Before being fertilised with sperm, mature eggs are removed from the female and frozen. This procedure is also known as egg banking. When the lady is ready, the eggs can be frozen, fertilised with sperm from a partner or donor, and put in her uterus to try to achieve pregnancy.
Freezing of ovarian tissue
This process is still in its early stages. Laparoscopy is used to remove all or part of one ovary (a minor surgery where a thin, flexible tube is passed through a small cut near the navel to reach and look into the pelvis). Typically, ovarian tissue is sliced into thin pieces, frozen, and kept. Following cancer therapy, frozen ovarian tissue can be thawed and implanted in the pelvis (transplanted). Once the transplanted tissue begins to function normally, the eggs can be retrieved and fertilised in the lab.
Ovarian tissue removal normally does not necessitate a hospital stay. It is possible to do it before or after puberty.
Transposition of the ovaries
Ovarian transposition is the movement of the ovaries away from the radiation treatment target zone. It’s a common option for young ladies or girls who are getting pelvic radiotherapy. It can be used prior to or after puberty.
This treatment is frequently performed as outpatient surgery and does not necessitate hospitalisation (unless it is being done as part of a larger operation). Typically, surgeons would relocate the ovaries above and to the side of the central pelvic area. Because they tend to slip back into their natural position over time, it’s usually better to conduct the operation right before starting radiation therapy.
This procedure’s success rates vary. Ovaries are not always protected due to radiation scatter, and patients should be advised that this technique is not always successful.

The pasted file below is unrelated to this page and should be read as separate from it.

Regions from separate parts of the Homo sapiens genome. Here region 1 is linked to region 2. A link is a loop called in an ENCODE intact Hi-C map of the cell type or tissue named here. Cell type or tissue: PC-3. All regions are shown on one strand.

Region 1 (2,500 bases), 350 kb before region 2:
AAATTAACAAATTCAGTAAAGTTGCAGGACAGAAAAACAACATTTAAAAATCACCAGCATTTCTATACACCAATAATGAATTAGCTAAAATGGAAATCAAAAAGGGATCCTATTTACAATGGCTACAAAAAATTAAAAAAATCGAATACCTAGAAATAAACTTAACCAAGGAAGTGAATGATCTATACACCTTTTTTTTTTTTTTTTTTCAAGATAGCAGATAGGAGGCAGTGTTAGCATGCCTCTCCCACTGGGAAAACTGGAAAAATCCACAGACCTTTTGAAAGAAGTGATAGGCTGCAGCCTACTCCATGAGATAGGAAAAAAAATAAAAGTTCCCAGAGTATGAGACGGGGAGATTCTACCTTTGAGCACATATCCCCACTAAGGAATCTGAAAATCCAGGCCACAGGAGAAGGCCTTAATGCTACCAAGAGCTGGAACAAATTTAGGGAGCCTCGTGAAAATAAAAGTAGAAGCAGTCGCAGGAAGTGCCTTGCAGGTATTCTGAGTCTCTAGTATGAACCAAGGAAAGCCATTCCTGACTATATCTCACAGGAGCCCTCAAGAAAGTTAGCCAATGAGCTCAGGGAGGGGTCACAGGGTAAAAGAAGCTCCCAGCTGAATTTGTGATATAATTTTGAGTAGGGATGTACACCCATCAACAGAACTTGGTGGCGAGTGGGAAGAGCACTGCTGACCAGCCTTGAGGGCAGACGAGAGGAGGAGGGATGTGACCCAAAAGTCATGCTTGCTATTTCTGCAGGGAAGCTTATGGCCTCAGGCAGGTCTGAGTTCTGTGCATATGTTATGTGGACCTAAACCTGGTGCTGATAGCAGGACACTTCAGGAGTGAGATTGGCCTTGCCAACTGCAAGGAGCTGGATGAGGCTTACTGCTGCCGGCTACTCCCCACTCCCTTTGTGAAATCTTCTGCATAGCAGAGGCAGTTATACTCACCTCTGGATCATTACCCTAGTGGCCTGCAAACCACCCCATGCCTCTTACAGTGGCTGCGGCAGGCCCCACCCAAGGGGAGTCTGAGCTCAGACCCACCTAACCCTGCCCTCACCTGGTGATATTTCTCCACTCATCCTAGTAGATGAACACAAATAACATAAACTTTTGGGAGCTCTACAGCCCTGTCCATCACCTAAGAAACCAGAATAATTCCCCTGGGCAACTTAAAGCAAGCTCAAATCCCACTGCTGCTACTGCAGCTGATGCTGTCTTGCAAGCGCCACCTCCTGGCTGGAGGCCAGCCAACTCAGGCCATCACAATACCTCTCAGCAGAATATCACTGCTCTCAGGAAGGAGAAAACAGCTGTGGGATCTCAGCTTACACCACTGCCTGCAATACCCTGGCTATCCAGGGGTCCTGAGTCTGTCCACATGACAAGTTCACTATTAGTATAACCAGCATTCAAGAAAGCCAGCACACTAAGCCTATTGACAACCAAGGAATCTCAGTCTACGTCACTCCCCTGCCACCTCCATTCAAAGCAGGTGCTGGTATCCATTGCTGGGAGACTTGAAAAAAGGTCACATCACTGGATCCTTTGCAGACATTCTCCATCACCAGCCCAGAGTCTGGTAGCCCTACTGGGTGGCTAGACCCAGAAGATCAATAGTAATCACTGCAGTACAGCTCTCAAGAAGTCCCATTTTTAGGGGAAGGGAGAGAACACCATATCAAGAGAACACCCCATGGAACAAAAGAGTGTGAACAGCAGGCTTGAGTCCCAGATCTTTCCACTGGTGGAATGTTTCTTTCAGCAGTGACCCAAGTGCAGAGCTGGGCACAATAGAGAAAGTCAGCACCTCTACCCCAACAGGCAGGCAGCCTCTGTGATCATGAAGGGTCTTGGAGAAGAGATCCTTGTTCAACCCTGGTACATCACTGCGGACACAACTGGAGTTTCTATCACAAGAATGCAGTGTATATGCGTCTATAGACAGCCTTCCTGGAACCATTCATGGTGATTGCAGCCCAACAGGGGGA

It is difficult to estimate the price of ovarian transposition because this treatment is occasionally performed concurrently with another surgery that is reimbursed by insurance.
Fertility preservation surgery
In the case of early-stage cervical cancer, the surgeon may be able to remove the cervix (trachelectomy) without having to remove the entire uterus or ovaries. In the case of early-stage ovarian cancer that only affects one ovary, the surgeon may be able to remove the diseased ovary but not the other. Both of these procedures can aid in the preservation of fertility. For more information, please see the photos below.
Suppression of the ovaries
Gonadotropin-releasing hormone (GnRH) agonists are long-acting hormone medications that can be used to induce menopause in a woman for a limited period of time. This is known as ovarian suppression. The purpose of this treatment is to prevent the ovaries from being damaged during cancer treatment by shutting them down. The expectation is that by lowering ovarian activity during therapy, the amount of damaged eggs will be reduced, and women will be able to resume normal menstrual cycles after treatment. However, research on the effects of this medication as a method of preserving fertility is limited. Experts advise against utilising ovarian suppression in place of cryopreservation or other proven fertility preservation procedures.
Progesterone therapy for uterine cancer in its early stages
Endometrial hyperplasia (pre-cancerous alterations in the cells that line the uterus) or an early-stage, slow-growing malignancy of the uterine lining can occur in younger women (adenocarcinoma). The standard treatment would be a hysterectomy (surgery to remove the uterus). Women with stage 1 endometrial cancer who still desire to conceive a child may be able to be treated with the hormone progesterone, either through an intrauterine device (IUD) or as a pill. After giving birth, many women will have their uterus, fallopian tubes, and both ovaries removed. Because they are at greater risk of ovarian cancer, many physicians think that young women with uterine cancer should not freeze ovarian tissue and then reintroduce it into their bodies.Call and book your appointment with Dr. Kaushiki who is the best IVF doctor in Gurgaon.